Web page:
• Vinegar. Rinse the inside of the tail with a half and half mixture of distilled white vinegar and water. This will discourage any mold, mildew, or other bacteria growth inside the tail. This can be useful in partial latex/silicone tails with neoprene linings, as they take longer to completely dry, giving mold more time to set in. According to various sources, this can also help prevent chlorine from deteriorating fabric tails. Be sure to rinse well after using vinegar.
    • Rubbing alcohol. According to the silicone manufacturer and distributor Smooth-On, isopropyl alcohol can be safely used on platinum silicone to kill any existing mold.
    • Disinfecting wipes, such as Lysol wipes. These are also great for cleaning the inside of silicone tails while disinfecting them to kill and prevent mold. Be sure to let it evaporate out of he tail after using. (See Raina's thread on this for more information).
    • Toy cleaner. For platinum silicone or slip casting latex tails, there are cleaners made specifically for this material that will clean and sanitize the latex or silicone safely. It may sound strange, but the best product for this job is actually a adult toy cleaner! Read the labels, make sure that the cleaner is approved for latex and silicone! You can purchase these at an adult store or online.
    • Wet suit dry shampoo. For neoprene, neoprene based, and lycra tails. According to the site, this product "works fast to remove organic residues like algae and bacteria, plus chlorine and salt deposits".


    Drying your tail completely is very important! Full silicone tails can be dried inside and out with towels. If you have trouble reaching into and around the foot pockets (in the fluke) with towels, there's a little trick you can use to make it easier: Wrap a dish towel around your hand, and take a large sock and slip your toweled hand into it. You how have a towel that you can maneuver into and around foot pockets, and into small crannies to completely dry out the inside of your tail.

    If you're having trouble getting your tail completely dry, you can put a pool noodle (or two if they're small) inside the tail to prop it open and let air flow in. It helps even more if you have a fan pointing to the inside of the tail. Small clip-on fans (such as this one) can even be clipped on the pool noodles to have the fan directly in the opening (waist) of the tail. You can even leave the fan running over night.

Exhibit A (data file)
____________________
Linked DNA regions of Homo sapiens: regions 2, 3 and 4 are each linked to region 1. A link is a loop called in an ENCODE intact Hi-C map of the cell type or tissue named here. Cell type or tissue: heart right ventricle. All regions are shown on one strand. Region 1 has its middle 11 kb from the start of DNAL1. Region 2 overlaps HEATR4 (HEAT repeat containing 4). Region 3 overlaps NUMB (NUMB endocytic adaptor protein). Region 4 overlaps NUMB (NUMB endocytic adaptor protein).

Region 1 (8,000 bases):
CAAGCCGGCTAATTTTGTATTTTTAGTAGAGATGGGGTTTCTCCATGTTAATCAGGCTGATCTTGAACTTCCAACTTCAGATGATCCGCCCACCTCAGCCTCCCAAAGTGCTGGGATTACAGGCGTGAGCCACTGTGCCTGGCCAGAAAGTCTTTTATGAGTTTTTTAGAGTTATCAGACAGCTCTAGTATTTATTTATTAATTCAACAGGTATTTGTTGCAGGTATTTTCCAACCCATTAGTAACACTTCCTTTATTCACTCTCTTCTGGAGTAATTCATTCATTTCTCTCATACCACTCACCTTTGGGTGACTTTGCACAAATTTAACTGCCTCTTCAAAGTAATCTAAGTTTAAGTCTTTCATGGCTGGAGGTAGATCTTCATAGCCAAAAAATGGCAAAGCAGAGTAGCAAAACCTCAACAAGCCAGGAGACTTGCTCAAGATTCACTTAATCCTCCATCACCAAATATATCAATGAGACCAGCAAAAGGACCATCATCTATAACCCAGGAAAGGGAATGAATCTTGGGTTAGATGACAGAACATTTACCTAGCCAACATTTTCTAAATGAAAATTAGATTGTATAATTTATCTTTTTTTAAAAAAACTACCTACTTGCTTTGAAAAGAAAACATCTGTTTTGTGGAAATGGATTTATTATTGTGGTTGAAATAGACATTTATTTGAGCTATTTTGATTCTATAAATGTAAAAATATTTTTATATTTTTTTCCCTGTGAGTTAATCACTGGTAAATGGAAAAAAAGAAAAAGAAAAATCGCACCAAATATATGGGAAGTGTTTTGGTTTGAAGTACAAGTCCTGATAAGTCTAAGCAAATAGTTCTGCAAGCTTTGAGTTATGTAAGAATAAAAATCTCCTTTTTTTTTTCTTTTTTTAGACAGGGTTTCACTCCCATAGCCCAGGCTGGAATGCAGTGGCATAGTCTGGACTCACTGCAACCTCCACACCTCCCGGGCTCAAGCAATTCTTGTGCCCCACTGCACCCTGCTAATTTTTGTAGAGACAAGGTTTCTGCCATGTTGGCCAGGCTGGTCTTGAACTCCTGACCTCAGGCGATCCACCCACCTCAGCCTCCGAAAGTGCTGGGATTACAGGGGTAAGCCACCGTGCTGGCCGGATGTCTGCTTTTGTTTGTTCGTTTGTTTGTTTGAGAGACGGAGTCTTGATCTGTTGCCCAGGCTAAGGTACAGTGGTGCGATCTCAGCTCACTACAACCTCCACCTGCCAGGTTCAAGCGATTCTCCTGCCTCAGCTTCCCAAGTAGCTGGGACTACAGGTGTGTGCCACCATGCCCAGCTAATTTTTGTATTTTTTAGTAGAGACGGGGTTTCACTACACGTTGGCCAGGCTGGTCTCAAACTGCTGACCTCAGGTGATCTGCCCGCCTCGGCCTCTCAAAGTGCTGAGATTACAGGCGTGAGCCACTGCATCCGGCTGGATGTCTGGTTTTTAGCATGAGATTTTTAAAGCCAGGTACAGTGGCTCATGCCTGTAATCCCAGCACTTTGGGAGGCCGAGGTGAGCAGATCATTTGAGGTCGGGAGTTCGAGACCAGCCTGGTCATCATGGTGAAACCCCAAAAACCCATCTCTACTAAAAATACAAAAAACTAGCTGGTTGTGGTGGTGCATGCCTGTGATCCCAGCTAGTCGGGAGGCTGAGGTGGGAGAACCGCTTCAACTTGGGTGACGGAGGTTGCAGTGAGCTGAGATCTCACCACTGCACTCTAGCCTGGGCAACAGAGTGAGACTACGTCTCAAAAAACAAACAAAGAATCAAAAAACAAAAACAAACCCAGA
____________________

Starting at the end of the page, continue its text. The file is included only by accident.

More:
Depending on what your tail is made of, it may be harder to dry out the inside of the tail. Partial latex and partial silicone tails are notorious for taking a long time to dry. Some mers build or purchase things to aid in drying their tails completely. Just be sure NOT to clamp your tail in any way, as this can lead to damage and/or permanent indentations in the material. One option is to buy a boot dryer, such as the “PEET Dryer Wader Boot Wader Electric Dryer” ( - just be sure to be aware of the heat settings. Too much heat is not good for tails made of certain materials. Another is to buy a coat rack, preferably with adjustable or removable arms. You can even place this over a air vent, if you have those in your home. You would hang the tail upside down (fluke up) with either of these. A DIY option would be to build a tail drying rack out of PVC. Several people have done this with great success!

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    PVC tail drying stand made by Merman Jesse (original creator)

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    PVC tail drying stand made for Mermaid Marla (by spouse)

    Others have used J-hooks to hang their tails on the wall, no only to dry out of the way, but also doubles as lovely wall decor!

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    Materials (☜ click for photo) found at stores like Lowes or Home Depot, and cheap! Cost breakdown: Handy hooks $2.94 each, Pipe insulation(found in plumbing section): $2.47, Dry wall tripple grip screws: $6.98